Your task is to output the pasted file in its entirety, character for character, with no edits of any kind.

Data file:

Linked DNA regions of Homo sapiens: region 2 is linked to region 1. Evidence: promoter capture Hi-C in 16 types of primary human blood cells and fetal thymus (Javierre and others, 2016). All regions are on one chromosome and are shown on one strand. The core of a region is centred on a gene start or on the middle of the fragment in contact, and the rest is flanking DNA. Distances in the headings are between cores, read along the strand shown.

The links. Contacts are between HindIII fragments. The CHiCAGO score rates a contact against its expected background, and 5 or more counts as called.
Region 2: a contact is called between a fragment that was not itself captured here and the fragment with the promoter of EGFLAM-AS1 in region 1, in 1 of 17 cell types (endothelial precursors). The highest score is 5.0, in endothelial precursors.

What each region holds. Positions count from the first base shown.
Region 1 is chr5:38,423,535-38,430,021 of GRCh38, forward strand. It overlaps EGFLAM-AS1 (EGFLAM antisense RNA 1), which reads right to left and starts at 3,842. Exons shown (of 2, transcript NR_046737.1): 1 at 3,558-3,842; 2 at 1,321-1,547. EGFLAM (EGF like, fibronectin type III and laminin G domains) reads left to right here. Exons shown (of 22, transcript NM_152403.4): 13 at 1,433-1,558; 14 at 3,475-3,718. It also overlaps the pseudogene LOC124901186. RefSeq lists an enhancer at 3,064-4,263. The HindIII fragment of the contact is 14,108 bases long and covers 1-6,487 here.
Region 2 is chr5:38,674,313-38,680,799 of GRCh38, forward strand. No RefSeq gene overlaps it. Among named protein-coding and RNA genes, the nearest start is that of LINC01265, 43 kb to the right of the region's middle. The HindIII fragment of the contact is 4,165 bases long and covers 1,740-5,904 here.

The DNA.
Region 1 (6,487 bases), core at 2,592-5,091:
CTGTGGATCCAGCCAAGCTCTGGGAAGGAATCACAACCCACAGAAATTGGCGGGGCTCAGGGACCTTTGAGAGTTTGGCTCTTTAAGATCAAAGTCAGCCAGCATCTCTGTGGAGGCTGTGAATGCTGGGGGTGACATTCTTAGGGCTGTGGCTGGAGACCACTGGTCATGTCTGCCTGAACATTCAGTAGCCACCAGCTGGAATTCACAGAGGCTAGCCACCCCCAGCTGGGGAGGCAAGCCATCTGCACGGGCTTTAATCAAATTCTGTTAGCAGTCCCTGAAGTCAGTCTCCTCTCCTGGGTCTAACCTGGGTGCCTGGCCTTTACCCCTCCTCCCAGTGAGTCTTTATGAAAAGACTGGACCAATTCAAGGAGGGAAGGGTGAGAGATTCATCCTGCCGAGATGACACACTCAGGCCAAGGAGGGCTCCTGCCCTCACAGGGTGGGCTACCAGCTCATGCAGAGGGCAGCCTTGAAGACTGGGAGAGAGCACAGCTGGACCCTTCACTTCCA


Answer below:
Linked DNA regions of Homo sapiens: region 2 is linked to region 1. Evidence: promoter capture Hi-C in 16 types of primary human blood cells and fetal thymus (Javierre and others, 2016). All regions are on one chromosome and are shown on one strand. The core of a region is centred on a gene start or on the middle of the fragment in contact, and the rest is flanking DNA. Distances in the headings are between cores, read along the strand shown.

The links. Contacts are between HindIII fragments. The CHiCAGO score rates a contact against its expected background, and 5 or more counts as called.
Region 2: a contact is called between a fragment that was not itself captured here and the fragment with the promoter of EGFLAM-AS1 in region 1, in 1 of 17 cell types (endothelial precursors). The highest score is 5.0, in endothelial precursors.

What each region holds. Positions count from the first base shown.
Region 1 is chr5:38,423,535-38,430,021 of GRCh38, forward strand. It overlaps EGFLAM-AS1 (EGFLAM antisense RNA 1), which reads right to left and starts at 3,842. Exons shown (of 2, transcript NR_046737.1): 1 at 3,558-3,842; 2 at 1,321-1,547. EGFLAM (EGF like, fibronectin type III and laminin G domains) reads left to right here. Exons shown (of 22, transcript NM_152403.4): 13 at 1,433-1,558; 14 at 3,475-3,718. It also overlaps the pseudogene LOC124901186. RefSeq lists an enhancer at 3,064-4,263. The HindIII fragment of the contact is 14,108 bases long and covers 1-6,487 here.
Region 2 is chr5:38,674,313-38,680,799 of GRCh38, forward strand. No RefSeq gene overlaps it. Among named protein-coding and RNA genes, the nearest start is that of LINC01265, 43 kb to the right of the region's middle. The HindIII fragment of the contact is 4,165 bases long and covers 1,740-5,904 here.

The DNA.
Region 1 (6,487 bases), core at 2,592-5,091:
CTGTGGATCCAGCCAAGCTCTGGGAAGGAATCACAACCCACAGAAATTGGCGGGGCTCAGGGACCTTTGAGAGTTTGGCTCTTTAAGATCAAAGTCAGCCAGCATCTCTGTGGAGGCTGTGAATGCTGGGGGTGACATTCTTAGGGCTGTGGCTGGAGACCACTGGTCATGTCTGCCTGAACATTCAGTAGCCACCAGCTGGAATTCACAGAGGCTAGCCACCCCCAGCTGGGGAGGCAAGCCATCTGCACGGGCTTTAATCAAATTCTGTTAGCAGTCCCTGAAGTCAGTCTCCTCTCCTGGGTCTAACCTGGGTGCCTGGCCTTTACCCCTCCTCCCAGTGAGTCTTTATGAAAAGACTGGACCAATTCAAGGAGGGAAGGGTGAGAGATTCATCCTGCCGAGATGACACACTCAGGCCAAGGAGGGCTCCTGCCCTCACAGGGTGGGCTACCAGCTCATGCAGAGGGCAGCCTTGAAGACTGGGAGAGAGCACAGCTGGACCCTTCACTTCCA